Veggies secret of Manipuri strength

What can make you the strongest girl in Asia? Ask 22-year-old Romina Chanu and she will tell you determination, focus and a diet of vegetables.


The Manipuri girl, who won the Strongest Girl of Asia 2009 title last month at the Asian Powerlifting Championship in Udaipur, swears by yongchak (sticky beans) and pine roots to get that extra edge.


"That's the recipe of my success. I follow a strict regimen, complimented with lots of green vegetables and typical Manipuri soups. It keeps me strong and energetic. I also work out for six hours daily," said Chanu, who arrived in the city this morning from Jabalpur.


Here to participate in Sunday's National Integration Youth Harmony Run organised by the Jamshedpur unit of Prajapati Brahmakumaris Ishwariya Viswavidyalaya, the power lifter explained that yongchak (a Manipuri delicacy) and pine roots were rich in protein content that were good for bone joints.


"I don't depend on non-vegetarian stuff to keep myself strong. I'm happy with the vegetables. I also savour lots of fruits and juices, besides bamboo tenga and mushrooms," said Chanu, who has scripted her success story without the help of a coach.


Chanu took up powerlifting in April 2007, following the footsteps of her uncle, Sant Kumar, a former Mr Asia in body building. "He was the only one in my family who was well known. I also wanted to earn a name for my country and my family. My uncle prodded me to become a powerlifter," she said.


The Asian Powerlifting Federation handed her the title of Strongest Girl of Asia after she topped in the 155kg (squat) and pocketed silvers in 65kg (bench) and 145kg (dead lift) categories in the junior girls' section.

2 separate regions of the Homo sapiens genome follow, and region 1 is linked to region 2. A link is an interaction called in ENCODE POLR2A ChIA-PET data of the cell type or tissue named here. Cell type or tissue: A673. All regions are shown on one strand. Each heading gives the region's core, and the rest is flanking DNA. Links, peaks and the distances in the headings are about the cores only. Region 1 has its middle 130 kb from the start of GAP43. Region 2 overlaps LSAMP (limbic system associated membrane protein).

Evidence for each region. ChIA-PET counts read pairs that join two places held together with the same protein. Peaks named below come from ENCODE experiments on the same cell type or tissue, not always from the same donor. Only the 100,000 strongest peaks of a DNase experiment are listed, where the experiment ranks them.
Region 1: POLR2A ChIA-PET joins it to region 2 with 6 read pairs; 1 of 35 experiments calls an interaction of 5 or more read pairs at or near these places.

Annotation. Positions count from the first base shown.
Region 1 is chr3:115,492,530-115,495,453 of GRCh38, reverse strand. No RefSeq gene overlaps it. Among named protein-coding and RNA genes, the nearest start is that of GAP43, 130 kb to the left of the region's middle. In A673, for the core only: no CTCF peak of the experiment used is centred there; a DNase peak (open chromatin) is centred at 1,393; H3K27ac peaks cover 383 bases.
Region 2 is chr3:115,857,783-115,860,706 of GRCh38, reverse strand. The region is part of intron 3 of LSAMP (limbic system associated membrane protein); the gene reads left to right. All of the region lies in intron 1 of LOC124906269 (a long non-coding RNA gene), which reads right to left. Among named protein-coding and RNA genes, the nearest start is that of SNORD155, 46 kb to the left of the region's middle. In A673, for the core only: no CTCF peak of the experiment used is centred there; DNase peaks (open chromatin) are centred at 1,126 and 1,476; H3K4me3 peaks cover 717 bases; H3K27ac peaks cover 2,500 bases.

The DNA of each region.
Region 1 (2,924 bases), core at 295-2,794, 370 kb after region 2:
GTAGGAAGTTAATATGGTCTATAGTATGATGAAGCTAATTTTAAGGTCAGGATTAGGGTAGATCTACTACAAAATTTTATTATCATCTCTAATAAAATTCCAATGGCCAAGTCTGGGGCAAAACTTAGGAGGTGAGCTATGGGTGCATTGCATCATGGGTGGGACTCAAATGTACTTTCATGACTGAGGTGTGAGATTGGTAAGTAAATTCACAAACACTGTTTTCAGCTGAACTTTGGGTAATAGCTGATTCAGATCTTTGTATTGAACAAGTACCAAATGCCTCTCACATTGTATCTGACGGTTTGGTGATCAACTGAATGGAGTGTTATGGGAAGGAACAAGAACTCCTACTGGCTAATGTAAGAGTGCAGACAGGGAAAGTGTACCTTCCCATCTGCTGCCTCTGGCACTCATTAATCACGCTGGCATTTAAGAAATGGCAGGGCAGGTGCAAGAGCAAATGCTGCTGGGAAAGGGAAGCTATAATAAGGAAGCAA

In fact, Chanu surpassed the Asian record of 155kg (squat), which finally won her the honour. Last year, she won the Strongest Girl of India title.


Shoulders play an important role when it comes to powerlifting and Chanu knows how to make them strong. When she was denied an opportunity to work out in gyms in Imphal because she was a girl who loved power sports, she found a way out.


"I started carrying my younger sister Zenny on my shoulders for my daily workouts on the hills. I would walk and jog for over an hour with Zenny on my shoulders," the youngster said, who weighs 55kg and is 5ft tall.


(c) Telegraph


Chanu is disappointed that there are no takers or women powerlifters in her home state. "People there don't like women taking part in power sports and that's why I am not allowed to work out in gyms. I don't even have a coach. I practice on my own," she said.


Despite the odds, Chanu has come a long way. "I'm not from a wealthy family. My father is an autorickshaw driver who somehow manages to make ends meet. We are four sisters and a brother," said Chanu, who is now looking for a job.


What next? "I'm preparing for the World Powerlifting Meet to be held in the US in November. I'm happy with the Asian title but I want to go further," she said.

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